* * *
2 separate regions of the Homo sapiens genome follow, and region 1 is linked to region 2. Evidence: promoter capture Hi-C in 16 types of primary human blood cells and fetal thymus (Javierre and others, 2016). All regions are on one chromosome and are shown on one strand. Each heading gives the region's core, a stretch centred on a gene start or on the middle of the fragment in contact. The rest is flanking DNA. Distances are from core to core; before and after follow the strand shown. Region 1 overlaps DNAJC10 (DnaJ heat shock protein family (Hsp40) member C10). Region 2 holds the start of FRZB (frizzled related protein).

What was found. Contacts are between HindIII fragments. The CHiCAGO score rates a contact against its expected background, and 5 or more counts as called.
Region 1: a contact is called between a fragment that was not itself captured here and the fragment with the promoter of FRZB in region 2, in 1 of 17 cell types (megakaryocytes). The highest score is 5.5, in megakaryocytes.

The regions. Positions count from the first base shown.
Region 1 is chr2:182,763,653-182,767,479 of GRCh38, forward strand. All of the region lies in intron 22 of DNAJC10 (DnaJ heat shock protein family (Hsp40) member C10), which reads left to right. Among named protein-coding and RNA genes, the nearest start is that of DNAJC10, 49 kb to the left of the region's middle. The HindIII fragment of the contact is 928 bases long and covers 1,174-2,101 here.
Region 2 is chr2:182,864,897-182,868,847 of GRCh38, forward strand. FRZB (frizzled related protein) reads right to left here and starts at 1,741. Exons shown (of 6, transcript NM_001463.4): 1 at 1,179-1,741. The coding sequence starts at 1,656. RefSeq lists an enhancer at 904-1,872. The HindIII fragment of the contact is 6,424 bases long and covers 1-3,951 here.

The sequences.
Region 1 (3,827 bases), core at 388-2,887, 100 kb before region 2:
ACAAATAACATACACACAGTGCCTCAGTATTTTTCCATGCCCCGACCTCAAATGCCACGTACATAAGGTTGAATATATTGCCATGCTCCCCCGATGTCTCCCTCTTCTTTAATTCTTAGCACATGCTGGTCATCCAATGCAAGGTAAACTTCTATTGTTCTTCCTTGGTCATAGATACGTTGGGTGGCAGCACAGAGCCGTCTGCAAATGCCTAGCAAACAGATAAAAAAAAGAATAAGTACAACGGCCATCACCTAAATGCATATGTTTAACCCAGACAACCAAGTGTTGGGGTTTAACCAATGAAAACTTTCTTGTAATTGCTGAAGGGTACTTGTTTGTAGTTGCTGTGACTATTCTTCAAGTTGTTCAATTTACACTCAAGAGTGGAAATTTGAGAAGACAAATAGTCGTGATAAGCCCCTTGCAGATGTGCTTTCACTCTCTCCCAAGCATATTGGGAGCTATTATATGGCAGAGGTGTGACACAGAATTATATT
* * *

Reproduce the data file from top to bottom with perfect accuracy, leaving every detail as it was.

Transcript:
2 separate regions of the Homo sapiens genome follow, and region 1 is linked to region 2. Evidence: promoter capture Hi-C in 16 types of primary human blood cells and fetal thymus (Javierre and others, 2016). All regions are on one chromosome and are shown on one strand. Each heading gives the region's core, a stretch centred on a gene start or on the middle of the fragment in contact. The rest is flanking DNA. Distances are from core to core; before and after follow the strand shown. Region 1 overlaps DNAJC10 (DnaJ heat shock protein family (Hsp40) member C10). Region 2 holds the start of FRZB (frizzled related protein).

What was found. Contacts are between HindIII fragments. The CHiCAGO score rates a contact against its expected background, and 5 or more counts as called.
Region 1: a contact is called between a fragment that was not itself captured here and the fragment with the promoter of FRZB in region 2, in 1 of 17 cell types (megakaryocytes). The highest score is 5.5, in megakaryocytes.

The regions. Positions count from the first base shown.
Region 1 is chr2:182,763,653-182,767,479 of GRCh38, forward strand. All of the region lies in intron 22 of DNAJC10 (DnaJ heat shock protein family (Hsp40) member C10), which reads left to right. Among named protein-coding and RNA genes, the nearest start is that of DNAJC10, 49 kb to the left of the region's middle. The HindIII fragment of the contact is 928 bases long and covers 1,174-2,101 here.
Region 2 is chr2:182,864,897-182,868,847 of GRCh38, forward strand. FRZB (frizzled related protein) reads right to left here and starts at 1,741. Exons shown (of 6, transcript NM_001463.4): 1 at 1,179-1,741. The coding sequence starts at 1,656. RefSeq lists an enhancer at 904-1,872. The HindIII fragment of the contact is 6,424 bases long and covers 1-3,951 here.

The sequences.
Region 1 (3,827 bases), core at 388-2,887, 100 kb before region 2:
ACAAATAACATACACACAGTGCCTCAGTATTTTTCCATGCCCCGACCTCAAATGCCACGTACATAAGGTTGAATATATTGCCATGCTCCCCCGATGTCTCCCTCTTCTTTAATTCTTAGCACATGCTGGTCATCCAATGCAAGGTAAACTTCTATTGTTCTTCCTTGGTCATAGATACGTTGGGTGGCAGCACAGAGCCGTCTGCAAATGCCTAGCAAACAGATAAAAAAAAGAATAAGTACAACGGCCATCACCTAAATGCATATGTTTAACCCAGACAACCAAGTGTTGGGGTTTAACCAATGAAAACTTTCTTGTAATTGCTGAAGGGTACTTGTTTGTAGTTGCTGTGACTATTCTTCAAGTTGTTCAATTTACACTCAAGAGTGGAAATTTGAGAAGACAAATAGTCGTGATAAGCCCCTTGCAGATGTGCTTTCACTCTCTCCCAAGCATATTGGGAGCTATTATATGGCAGAGGTGTGACACAGAATTATATT